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   Re: [xml-dev] Co-operating with Architectural Forms

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Lars Marius Garshol <larsga@garshol.priv.no> writes:

> * Tim Bray
> | 
> | In my recollection, the main objection was that the AF syntax for
> | namespacing on attributes was seen as really unattractive.  
> And, truth be told, it *is* really unattractive.

So AFs were rejected by the W3C on esthetic grounds.
To this day, nobody has explained what's so
unattractive about the AF paradigm, or the precise
nature of the esthetics that found the AF solution
"ugly".  I've always felt that the beauty of an
engineering solution has to do with things like
modularity, minimality, and functionality.  If these
are the operative esthetic values, then the AF paradigm
is really quite beautiful, and its syntax is

Can someone please explain what, exactly, are the
operative esthetic values that cause the AF solution to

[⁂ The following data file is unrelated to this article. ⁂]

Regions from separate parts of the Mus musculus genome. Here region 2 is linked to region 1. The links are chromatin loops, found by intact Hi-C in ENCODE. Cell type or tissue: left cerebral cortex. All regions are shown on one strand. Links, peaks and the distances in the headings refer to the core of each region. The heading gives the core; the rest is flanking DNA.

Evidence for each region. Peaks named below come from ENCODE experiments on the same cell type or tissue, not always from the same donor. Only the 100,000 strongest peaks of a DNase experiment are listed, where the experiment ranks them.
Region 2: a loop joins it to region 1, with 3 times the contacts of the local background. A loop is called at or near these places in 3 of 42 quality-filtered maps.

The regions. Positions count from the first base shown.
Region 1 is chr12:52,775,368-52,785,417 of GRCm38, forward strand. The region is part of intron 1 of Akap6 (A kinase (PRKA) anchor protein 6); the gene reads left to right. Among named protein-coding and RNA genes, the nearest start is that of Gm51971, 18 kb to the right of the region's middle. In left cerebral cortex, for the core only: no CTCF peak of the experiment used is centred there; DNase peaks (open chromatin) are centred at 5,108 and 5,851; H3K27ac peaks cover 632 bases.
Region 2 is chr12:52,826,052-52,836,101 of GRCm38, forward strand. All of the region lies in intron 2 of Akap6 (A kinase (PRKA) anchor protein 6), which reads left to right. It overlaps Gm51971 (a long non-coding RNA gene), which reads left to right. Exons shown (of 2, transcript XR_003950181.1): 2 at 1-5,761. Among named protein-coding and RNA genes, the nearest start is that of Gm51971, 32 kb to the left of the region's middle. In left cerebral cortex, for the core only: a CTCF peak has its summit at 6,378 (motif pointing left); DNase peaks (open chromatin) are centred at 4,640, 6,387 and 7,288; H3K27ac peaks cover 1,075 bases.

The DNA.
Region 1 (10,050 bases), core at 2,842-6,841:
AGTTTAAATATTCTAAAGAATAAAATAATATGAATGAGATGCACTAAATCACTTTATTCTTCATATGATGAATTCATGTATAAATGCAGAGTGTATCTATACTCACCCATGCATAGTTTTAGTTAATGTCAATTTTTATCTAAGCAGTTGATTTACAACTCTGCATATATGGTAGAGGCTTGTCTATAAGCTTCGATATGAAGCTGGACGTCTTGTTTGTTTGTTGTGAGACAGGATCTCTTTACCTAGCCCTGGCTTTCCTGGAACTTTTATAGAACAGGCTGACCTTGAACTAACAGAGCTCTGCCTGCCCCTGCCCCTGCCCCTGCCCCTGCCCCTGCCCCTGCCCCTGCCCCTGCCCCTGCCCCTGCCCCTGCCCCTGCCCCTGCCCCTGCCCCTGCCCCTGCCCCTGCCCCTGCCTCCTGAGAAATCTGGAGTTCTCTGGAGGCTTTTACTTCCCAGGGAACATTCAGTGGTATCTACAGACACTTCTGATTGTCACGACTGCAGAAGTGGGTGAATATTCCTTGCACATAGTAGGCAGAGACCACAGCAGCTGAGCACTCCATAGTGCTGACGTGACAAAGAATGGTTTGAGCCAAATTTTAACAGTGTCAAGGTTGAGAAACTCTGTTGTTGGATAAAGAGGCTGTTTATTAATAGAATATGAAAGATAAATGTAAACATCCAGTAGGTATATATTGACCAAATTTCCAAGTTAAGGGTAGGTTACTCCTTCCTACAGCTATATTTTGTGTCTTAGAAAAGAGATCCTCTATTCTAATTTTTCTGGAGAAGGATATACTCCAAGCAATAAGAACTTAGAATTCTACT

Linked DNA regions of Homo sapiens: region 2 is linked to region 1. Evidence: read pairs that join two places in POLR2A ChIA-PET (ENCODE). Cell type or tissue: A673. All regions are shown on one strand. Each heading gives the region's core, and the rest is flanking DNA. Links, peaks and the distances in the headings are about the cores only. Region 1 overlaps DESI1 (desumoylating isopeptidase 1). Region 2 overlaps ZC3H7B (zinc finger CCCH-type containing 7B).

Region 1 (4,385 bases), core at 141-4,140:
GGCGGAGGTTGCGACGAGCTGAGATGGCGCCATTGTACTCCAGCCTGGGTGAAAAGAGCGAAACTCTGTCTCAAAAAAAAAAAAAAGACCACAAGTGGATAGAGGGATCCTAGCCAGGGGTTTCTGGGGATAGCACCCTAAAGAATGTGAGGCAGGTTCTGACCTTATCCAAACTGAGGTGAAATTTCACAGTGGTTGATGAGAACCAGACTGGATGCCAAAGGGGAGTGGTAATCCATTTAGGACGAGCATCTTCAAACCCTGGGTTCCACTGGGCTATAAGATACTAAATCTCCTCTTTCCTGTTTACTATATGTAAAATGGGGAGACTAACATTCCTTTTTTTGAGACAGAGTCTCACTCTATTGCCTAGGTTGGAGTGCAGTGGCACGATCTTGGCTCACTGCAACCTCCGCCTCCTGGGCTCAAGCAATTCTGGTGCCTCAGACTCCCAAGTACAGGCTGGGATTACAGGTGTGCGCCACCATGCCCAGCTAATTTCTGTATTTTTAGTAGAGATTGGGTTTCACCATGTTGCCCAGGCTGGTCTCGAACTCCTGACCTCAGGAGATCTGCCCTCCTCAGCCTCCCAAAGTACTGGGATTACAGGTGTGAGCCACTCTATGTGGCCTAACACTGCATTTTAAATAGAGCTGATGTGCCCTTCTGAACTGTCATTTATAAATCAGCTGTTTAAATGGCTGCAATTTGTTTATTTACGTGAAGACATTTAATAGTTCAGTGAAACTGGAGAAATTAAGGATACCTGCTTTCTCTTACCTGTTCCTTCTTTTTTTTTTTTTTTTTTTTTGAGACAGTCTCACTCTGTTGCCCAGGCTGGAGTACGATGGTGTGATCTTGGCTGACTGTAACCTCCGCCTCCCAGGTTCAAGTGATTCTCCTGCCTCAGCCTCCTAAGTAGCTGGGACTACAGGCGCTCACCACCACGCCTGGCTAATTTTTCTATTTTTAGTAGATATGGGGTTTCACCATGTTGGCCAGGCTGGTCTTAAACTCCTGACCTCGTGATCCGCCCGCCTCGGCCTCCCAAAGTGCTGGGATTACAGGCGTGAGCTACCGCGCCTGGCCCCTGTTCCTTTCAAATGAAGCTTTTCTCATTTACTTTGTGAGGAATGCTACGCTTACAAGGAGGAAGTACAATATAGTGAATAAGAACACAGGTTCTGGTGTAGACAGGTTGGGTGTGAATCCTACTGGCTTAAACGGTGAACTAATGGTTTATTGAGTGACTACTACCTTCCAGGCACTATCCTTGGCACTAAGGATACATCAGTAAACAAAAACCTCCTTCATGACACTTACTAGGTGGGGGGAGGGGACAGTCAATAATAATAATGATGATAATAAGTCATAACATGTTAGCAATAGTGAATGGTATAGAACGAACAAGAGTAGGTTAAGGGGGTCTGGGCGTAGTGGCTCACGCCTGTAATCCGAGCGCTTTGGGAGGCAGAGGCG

be perceived as ugly?  I simply don't see it, and I've
never seen it.

I have a theory, though.  I think it may have to do
with the fact that many people have an unexamined and
spurious idea about the generic identifiers (the tag
names) of elements.

It's a simple fact that the generic identifier is just
an attribute value, like all other attribute values,
except that it's the value of the one-and-only nameless
attribute.  If you react negatively to the foregoing
sentence, your blood pressure goes up, and you
vehemently expostulate that *THE GENERIC IDENTIFIER IS
NOT AN ATTRIBUTE VALUE*, then you probably think AFs
are ugly.  If you are such a person, I can only say to
you, as gently as possible, "In an element, whatever
isn't content must be an attribute."  Indeed, the
functionality of naming and of uttering names is most
naturally and easily done in attributes.  That's why
both SGML and XML are designed in such a way as to put
almost all kinds of identifiers *exclusively* in
attribute values.

There's no special reason why only one attribute should
be allowed to declare the type of an element.  Indeed,
there's every reason to allow elements to be instances
of multiple types!  There can be only one nameless
attribute, of course, but that's just a syntactic
shortcut.  (It would have been wasteful if XML had been
designed in such a way that every element had to begin
with the characters:



-- Steve

Steven R. Newcomb, Consultant

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